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The Clive Exton version of Jeeves and Wooster, originally aired between 1990 and 1993 on ITV, has entered into adaptation heaven.  Starring the unmatchable combination of Stephen Fry as Jeeves and Hugh Laurie as Wooster, the show remains a staple for the type of people who claim to ‘not really watch TV, actually’, and to prefer books (preferably pre-1950) instead.

Both the possessor of an iconic introduction piece of music and the ideal accompaniment to gin, Jeeves and Wooster is in many ways simply old school humour – farcical escapes from marrying beefy girls and mix-ups involving dogs – yet, maybe because of its dated feel, it tricks the viewer into thinking it is slapstick for the educated; comedy for the initiated.

Blandings, the current BBC adaptation of P.G. Wodehouse’s other great series of comic adventures, Life at Blandings, makes none of these concessions to elevated elegance.  For devotees of Jeeves and Wooster it may not, both at first and throughout, seem a match on either that adaptation or Wodehouse’s original. Pigs and a Pink Pussy punctuate the proceedings; costumes are often historically inaccurate and falling over furniture or into piles of horse poo count as top jokes.

However, in many ways – and not in spite of – Blandings actually makes a very good shot at representing some of the most peculiar qualities of Wodehouse’s writing style and attitudes.

In 1945, George Orwell wrote an article ‘In Defense of P. G. Wodehouse’, defending the writer against charges of traitorous behavior and Fascism bought about by Wodehouse recording a selection of wartime broadcasts for the Germans, whilst under internment.  Whilst this behavior was not entirely desirable or particularly well thought-out, Orwell decreed that Wodehouse was guilty of nothing more serious than ‘stupidity’ and certainly not ideological sympathies with Fascism.

This type of a-political and lighthearted stupidity, Orwell claimed, was quite in line with much of Wodehouse’s writing and his overall attitude towards Britain. It is these same qualities that can be easily identified in the current Blandings episodes.

Although associated with the roaring 20s, Wodehouse wrote much of his fiction before 1918.  Wodehouse’s ‘out-of-dateness’ is, according to Orwell, an important point as it explains both why Fascist sympathies cannot be detected in his books (his politics, or lack of, were conceived far before Fascism really existed in Europe) and also why his texts contain embarrassing anachronisms, such as young men wearing spats a good decade after men, well, stopped sporting spats.

Take a good look at Blandings and it, as with Jeeves and Wooster, is actually harder to date than you would expect.  A sweeping glance and the dropped hemlines and pre-dinner decanters of sherry immediately shout Twenties.  Yet, the recent costume of Pandora looked – albeit pretty – like an Oasis version of Twenties attire, not the carefully sourced vintage of the Downton cast. The blatant CGI effects when Freddie crashes his car in each episode and the inclusion of actors well known for being famous within the last few decades, such as Jennifer Saunders and David Walliams, in roles that do not attempt to disguise them, muddles that historic setting further.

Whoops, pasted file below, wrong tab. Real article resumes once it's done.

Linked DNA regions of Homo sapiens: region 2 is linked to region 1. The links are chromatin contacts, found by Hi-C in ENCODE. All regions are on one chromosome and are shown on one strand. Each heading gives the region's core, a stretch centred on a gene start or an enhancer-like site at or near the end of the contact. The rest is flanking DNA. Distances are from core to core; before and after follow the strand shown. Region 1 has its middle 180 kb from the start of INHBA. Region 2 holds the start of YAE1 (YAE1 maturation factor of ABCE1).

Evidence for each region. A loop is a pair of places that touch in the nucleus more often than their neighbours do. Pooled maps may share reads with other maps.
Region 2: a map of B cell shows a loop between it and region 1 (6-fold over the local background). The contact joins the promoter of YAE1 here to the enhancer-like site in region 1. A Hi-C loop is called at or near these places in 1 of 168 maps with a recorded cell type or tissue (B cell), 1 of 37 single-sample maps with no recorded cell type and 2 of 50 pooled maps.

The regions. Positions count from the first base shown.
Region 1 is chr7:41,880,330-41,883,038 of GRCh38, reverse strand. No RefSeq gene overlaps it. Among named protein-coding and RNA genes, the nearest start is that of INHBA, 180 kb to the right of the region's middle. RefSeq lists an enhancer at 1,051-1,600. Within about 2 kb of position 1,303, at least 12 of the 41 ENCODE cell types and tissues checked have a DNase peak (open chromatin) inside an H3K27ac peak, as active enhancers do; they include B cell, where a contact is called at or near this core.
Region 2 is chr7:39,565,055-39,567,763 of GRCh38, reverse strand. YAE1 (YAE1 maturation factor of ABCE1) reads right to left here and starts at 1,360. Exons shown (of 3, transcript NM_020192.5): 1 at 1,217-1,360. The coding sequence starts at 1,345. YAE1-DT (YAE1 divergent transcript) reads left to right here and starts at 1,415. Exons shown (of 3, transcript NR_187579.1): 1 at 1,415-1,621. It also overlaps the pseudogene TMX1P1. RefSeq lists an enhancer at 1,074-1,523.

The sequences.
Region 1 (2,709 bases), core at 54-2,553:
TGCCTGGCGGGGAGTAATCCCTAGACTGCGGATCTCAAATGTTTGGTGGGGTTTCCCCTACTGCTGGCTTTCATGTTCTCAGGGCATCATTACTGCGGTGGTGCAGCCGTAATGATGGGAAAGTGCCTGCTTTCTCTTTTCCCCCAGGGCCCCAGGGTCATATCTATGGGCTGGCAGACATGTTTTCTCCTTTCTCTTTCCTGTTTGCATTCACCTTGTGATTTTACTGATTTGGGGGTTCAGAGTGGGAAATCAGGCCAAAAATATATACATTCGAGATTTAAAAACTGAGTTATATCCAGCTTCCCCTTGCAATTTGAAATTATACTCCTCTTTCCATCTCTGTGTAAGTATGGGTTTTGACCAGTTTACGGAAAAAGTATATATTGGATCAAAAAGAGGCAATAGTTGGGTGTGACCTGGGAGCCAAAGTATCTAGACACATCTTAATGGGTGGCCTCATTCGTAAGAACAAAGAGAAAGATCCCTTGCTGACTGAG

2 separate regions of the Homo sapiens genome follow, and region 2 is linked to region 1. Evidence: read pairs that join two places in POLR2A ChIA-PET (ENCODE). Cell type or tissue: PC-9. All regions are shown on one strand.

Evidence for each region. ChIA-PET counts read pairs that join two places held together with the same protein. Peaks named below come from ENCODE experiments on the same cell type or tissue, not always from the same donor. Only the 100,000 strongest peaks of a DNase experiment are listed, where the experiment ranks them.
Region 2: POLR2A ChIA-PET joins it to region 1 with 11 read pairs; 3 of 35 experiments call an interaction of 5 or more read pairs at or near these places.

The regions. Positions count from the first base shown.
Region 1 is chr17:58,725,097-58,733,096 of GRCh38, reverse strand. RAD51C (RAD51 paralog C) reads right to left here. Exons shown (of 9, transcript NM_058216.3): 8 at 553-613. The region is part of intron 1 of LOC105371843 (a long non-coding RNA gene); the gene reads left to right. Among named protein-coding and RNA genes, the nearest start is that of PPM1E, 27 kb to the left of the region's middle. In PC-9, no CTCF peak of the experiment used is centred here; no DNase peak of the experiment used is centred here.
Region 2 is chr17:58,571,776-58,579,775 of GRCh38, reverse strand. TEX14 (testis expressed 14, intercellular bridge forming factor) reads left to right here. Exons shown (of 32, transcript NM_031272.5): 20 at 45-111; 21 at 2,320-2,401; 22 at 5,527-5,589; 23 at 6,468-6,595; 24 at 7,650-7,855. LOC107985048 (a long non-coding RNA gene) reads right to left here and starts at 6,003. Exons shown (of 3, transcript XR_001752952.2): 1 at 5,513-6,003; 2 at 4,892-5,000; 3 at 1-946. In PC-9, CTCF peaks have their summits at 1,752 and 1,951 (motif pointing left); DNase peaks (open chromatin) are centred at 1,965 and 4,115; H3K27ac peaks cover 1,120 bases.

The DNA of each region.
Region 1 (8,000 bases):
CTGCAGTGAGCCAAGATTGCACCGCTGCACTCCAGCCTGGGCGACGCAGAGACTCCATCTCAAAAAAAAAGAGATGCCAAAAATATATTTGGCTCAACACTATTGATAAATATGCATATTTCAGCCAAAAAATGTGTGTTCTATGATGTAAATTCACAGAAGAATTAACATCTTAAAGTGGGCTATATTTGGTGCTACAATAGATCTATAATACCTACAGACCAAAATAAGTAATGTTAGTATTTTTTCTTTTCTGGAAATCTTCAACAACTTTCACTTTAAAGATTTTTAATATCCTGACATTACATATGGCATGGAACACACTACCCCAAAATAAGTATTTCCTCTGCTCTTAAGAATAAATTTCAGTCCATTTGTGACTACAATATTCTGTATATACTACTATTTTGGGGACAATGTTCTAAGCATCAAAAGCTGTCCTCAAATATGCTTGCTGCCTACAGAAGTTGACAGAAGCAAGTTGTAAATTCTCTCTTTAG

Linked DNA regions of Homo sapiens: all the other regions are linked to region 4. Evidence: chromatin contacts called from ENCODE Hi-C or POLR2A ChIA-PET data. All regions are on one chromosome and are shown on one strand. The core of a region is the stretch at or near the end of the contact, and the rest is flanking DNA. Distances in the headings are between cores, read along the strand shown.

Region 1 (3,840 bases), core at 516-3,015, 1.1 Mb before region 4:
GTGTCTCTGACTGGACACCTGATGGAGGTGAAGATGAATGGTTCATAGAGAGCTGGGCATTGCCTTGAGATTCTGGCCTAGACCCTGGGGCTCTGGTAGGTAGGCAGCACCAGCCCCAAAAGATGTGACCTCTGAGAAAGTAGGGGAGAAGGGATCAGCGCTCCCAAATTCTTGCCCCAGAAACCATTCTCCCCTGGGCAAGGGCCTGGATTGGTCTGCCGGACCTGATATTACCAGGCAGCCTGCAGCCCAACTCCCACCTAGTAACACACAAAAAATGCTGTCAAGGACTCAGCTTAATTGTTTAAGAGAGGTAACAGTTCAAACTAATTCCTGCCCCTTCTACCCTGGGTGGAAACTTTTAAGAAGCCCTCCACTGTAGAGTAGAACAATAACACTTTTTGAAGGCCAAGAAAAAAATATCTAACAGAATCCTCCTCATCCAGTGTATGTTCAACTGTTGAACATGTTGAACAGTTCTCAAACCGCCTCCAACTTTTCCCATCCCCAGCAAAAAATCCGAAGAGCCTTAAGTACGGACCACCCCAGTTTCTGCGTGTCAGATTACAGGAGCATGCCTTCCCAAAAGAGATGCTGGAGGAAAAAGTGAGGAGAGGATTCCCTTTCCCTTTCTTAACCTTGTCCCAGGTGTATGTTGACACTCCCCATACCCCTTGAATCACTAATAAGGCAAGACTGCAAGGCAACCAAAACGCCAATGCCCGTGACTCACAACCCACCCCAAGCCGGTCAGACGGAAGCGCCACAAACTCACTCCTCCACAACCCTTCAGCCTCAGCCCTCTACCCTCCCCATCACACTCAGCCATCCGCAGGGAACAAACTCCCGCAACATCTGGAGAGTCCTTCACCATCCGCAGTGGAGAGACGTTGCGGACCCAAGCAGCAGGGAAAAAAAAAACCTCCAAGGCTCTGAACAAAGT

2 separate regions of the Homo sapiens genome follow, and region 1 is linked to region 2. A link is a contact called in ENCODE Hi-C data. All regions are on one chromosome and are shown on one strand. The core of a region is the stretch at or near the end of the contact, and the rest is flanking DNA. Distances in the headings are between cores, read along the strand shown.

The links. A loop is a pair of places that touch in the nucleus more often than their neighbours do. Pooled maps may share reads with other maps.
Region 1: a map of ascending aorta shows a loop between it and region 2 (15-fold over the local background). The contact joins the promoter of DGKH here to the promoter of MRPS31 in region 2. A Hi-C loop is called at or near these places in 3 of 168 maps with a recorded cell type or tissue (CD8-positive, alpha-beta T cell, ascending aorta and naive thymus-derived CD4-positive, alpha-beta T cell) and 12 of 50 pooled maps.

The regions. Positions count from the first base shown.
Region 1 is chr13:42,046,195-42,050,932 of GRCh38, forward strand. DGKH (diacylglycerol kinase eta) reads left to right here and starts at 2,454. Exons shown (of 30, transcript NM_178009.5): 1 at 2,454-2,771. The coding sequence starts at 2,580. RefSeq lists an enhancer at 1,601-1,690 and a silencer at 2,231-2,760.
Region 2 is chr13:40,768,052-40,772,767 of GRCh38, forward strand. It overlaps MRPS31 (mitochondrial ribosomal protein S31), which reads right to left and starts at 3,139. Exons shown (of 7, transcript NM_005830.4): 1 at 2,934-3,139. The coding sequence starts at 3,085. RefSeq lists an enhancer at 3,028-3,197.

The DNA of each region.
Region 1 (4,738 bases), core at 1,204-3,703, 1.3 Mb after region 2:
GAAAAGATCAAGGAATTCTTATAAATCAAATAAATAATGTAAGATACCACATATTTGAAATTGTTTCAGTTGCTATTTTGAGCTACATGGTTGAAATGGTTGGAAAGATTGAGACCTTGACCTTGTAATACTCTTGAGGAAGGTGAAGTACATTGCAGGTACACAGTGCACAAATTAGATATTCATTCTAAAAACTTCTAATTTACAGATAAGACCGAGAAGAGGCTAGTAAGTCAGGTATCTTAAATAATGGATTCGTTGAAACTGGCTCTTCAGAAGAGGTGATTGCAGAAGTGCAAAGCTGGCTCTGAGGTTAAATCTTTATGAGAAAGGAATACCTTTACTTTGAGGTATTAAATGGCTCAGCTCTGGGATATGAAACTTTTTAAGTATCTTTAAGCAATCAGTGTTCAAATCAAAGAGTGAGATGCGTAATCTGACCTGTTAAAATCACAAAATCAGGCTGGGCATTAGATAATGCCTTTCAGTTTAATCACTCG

This shows that historical accuracy and therefore comment on any time period and its associated political situation is immaterial to the general humour and narrative.  The show is governed by Wodehouse’s ‘ruling passion’, which is ‘to get a laugh’ as Orwell stated.  It does not make critical comment on gender relations or sexual behavior – ‘nowhere in any of his books is there anything in the nature of a sex joke.’

Above all though, Blandings repeatedly commits Wodehouse’s ‘real sin’ and that is ‘to present the English upper classes as much nicer people than they are.’  Lord Emsworth himself, played by Timothy Spall, is by far the best example of this.  An endearing pig-obsessive who prefers the company of a sow to Society, he repeatedly gets away with what would otherwise be considered pretty gross behavior.  He loudly insults people also present at the dinner table, lumps together most females in to the categories of either carping sister or eligible niece, points out guests’ indigestion noises and talks a lot about manure.  All of which is done with such charming, bumbling, lovable hilarity, he becomes like all the other beautifully desirable posh twits, such as Rupert Everett’s Algernon in The Importance of Being Ernest.

Blandings is unlikely to enter into Classic TV recommendations lists in the same way that Wodehouse’s wartime broadcasts never made it into the history books alongside those of John Avery and Lord Haw-Haw.  In many ways, though, it encapsulates the very spirit of Wodehouse in one short airing of stupidity.